The God app: Vatican should rethink the ban

It could be a blessed relief for Catholics.

It had only just been announced, but a "God App" that some hoped would allow Catholics to confess their sins via their iPhones has been denounced by the Vatican, even though the programme had been given an Episcopal thumbs-up from a US prelate, the Bishop of South Bend, Indiana. "One cannot speak in any way of confessing via iPhone," says Father Federico Lombardi, a spokesman for the Holy See.

For once, I find myself sharing the view of my one-time Telegraph colleague Tom Utley, who has not been able to bring himself to go to confession since 1967. In today's Daily Mail he writes:

If it was OK by the church authorities, who was I to argue? If it would cut out the middleman, giving electronic absolution without the embarrassment of having to face a priest, it seemed like the answer to my prayers.

Like Tom, I have not been to confession for many years; unlike him, however, I feel no remorse at this, having thoroughly and completely lapsed in my teens. But I do remember what an excruciating business it was, and wonder if some kind of electronic version might not be a bad idea, whatever the current line from Rome.

Non-Catholics may be baffled by the very notion of it. But current and former Catholics will know how seriously confession is taken, even if it is not regarded as it was a few centuries ago (Hamlet's father, you will remember, was condemned to purgatory because he died unshriven).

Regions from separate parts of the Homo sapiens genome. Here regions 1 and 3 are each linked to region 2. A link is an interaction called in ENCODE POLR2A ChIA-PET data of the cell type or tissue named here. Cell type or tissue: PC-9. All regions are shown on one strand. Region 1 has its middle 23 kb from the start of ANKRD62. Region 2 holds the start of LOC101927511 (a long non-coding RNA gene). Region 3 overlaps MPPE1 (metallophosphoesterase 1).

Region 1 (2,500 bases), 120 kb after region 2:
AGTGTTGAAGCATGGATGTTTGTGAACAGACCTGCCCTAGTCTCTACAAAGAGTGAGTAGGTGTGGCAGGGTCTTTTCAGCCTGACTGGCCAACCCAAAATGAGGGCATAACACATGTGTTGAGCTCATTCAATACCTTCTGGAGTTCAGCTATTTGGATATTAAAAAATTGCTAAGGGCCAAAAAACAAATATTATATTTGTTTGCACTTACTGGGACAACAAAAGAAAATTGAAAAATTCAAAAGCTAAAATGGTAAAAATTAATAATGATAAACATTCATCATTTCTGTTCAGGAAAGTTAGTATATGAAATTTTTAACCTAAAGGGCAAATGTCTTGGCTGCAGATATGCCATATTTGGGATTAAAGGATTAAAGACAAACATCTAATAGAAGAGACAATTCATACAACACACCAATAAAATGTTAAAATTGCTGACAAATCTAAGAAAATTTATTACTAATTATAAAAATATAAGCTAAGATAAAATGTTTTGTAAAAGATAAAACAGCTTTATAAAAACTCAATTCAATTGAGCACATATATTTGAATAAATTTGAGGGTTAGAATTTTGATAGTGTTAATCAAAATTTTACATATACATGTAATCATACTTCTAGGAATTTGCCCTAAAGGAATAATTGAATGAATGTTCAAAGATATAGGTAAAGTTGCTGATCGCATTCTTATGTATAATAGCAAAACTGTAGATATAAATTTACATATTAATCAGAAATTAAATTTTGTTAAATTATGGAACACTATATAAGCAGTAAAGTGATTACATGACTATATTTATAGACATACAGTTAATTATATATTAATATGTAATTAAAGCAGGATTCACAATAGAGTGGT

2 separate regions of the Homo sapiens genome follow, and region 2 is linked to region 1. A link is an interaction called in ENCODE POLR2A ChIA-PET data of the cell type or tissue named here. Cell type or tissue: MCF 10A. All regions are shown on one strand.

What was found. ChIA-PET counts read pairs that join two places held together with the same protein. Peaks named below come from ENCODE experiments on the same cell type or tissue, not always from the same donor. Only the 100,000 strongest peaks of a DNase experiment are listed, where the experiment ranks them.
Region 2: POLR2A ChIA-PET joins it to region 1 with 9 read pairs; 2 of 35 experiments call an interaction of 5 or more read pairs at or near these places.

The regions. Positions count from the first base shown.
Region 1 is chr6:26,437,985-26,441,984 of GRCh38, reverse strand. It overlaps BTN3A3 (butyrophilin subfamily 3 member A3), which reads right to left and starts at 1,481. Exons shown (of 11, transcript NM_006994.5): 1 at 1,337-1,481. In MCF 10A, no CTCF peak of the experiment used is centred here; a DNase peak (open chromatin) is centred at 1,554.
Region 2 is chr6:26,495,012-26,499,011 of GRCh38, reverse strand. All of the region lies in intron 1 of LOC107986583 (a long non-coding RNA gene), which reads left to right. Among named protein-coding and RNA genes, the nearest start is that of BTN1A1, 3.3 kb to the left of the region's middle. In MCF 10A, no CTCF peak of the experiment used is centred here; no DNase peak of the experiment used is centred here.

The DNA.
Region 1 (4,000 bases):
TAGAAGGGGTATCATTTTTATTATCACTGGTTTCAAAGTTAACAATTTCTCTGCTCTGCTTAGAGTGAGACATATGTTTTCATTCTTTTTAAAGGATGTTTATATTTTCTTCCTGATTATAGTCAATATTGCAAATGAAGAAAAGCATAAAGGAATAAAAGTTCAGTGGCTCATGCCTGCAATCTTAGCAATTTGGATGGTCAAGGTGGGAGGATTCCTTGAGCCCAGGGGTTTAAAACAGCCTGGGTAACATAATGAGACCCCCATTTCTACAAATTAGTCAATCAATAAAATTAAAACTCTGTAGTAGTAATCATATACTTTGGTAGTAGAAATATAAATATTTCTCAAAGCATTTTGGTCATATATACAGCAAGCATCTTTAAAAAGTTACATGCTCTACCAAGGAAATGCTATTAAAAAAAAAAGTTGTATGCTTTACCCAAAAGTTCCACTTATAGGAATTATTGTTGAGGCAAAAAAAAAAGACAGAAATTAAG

You were supposed to go regularly, although I and most of my friends avoided it whenever possible. Hence, when you did go, you invariably committed a sin by lying almost as soon as you were in the confessional. "When was your last confession, my son?" "Er, a while ago, Father. About three months." (That is to say, anything between six and 18 months, if you were lucky.)

If you went to confession at the church where you attended Mass, you almost certainly knew the priest on the other side of grille, which hardly eased the process of unburdening. At least that old-fashioned practice was better than one that began to replace it around the time of my First Confession in the late 1970s. In tune with the liberalising trends of the decade, to which the Catholic Church was then not immune, guitar-strumming priests would sometimes substitute for the organ. Likewise, the confines of the confessional were occasionally abandoned in favour of face-to-face sessions.

I remember having to sit opposite Father Sean, a young, popular and charismatic priest whom everyone in the parish adored, and not being able to come out with anything like a proper confession (unlike in Utley's day, we were provided with no lists or examples to crib from). I was only seven, so I'm not sure how serious an array of sins I was expected to own up to. Nevertheless, you were meant to try. I think in the end I might have admitted to squashing a spider, which seemed a small matter with which to trouble Our Lord, and not quite what the whole process was supposed to be about.